Most ventures will fail. To be successful, you need to minimise the cost of failure and maximise the portfolio approach. Be consistent with portfolio management and shift resources, if necessary.

2. Corporate Governance acts as a catalyst for fast decision-making and a transparent operational framework.

A sound governance structure allows corporations to manage ventures effectively and minimise uncertainties. It leads to quick and easy decision-making and ensures the highest level of accountability and transparency during the venture process.

Don’t forget to keep the venture separate from the corporate. Managing ventures as independent businesses leads to higher speed, capital efficiency and relentless customer focus.

Some vital steps when building a governance framework are - allocating resources fairly, delegating responsibilities, and setting up effective team communication.

“There may be governance in place for post-incorporation but in the wrong way. KPIs and expected results are often based on classical projects, which results in a strong urge to get profitable fast, and in heavy reporting and stakeholder management work.” -  Vice President, Food Tech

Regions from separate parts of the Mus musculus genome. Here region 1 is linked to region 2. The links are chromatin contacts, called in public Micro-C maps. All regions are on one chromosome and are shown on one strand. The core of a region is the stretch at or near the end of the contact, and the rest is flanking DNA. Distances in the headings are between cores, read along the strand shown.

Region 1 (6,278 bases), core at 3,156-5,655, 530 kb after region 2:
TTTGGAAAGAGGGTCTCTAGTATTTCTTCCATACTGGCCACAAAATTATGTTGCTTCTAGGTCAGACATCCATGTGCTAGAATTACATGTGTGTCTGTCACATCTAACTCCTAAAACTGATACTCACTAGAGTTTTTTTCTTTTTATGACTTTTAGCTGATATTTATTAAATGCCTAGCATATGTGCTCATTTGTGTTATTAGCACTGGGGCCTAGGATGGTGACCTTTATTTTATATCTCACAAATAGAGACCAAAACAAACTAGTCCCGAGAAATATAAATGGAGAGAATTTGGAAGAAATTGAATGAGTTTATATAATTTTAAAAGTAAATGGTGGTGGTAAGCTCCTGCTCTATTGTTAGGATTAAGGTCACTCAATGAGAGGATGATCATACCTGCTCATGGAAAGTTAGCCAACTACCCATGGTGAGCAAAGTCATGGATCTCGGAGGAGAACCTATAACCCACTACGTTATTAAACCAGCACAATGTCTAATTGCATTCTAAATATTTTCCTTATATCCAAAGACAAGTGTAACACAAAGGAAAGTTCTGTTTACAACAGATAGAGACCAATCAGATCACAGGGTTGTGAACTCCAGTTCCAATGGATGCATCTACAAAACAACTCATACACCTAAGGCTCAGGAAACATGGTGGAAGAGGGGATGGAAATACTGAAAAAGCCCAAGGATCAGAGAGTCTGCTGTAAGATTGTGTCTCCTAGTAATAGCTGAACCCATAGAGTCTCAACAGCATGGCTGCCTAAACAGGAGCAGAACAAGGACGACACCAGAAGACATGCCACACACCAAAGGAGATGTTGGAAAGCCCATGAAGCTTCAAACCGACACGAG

At first, this process might seem overcomplicated and overwhelming - which is why we recommend setting up decision gates!

From our experience, we’ve found that there need to be three crucial decision gates in the projects:

  1. After the Discover and Explore phase,
  2. After the Prototype and Validate phase,
  3. After the Build and Launch phase, or a few months after go-live.

3. Empower the teams to collaborate, experiment, and iterate with a systematic venture-building process.

Once you’ve established the strategic framework, KPIs, and goals, it’s time to apply them!

A coherent venture-building approach enables quick identification and evaluation of potential business opportunities and facilitates the speedy development of ventures.

What do you need to set up a systematic procedure? Agile methodologies that cater to teams and the necessary tools to help kick-start new business opportunities. The process should be lean and flexible, allowing the teams to adapt to customer feedback.

The trademark MVP Factory approach lets clients ideate, validate, launch and scale digital ventures at start-up speed. It involves the following steps:

  1. Understand & Explore
    You have a problem? We have the solution.
    Once we understand the problem you want to solve or the market you want to capture, we will help you define what impact you hope to achieve.
  2. Design and Validate
    The hypotheses emerging from Step 1 will now be validated with the help of a preto-/ or prototyping using extensive research methods.
  3. Scope
    In this phase, we formulate the product and evaluate the market scope. We will work on the structure and confirm everything is ready for development.
  4. Build & Launch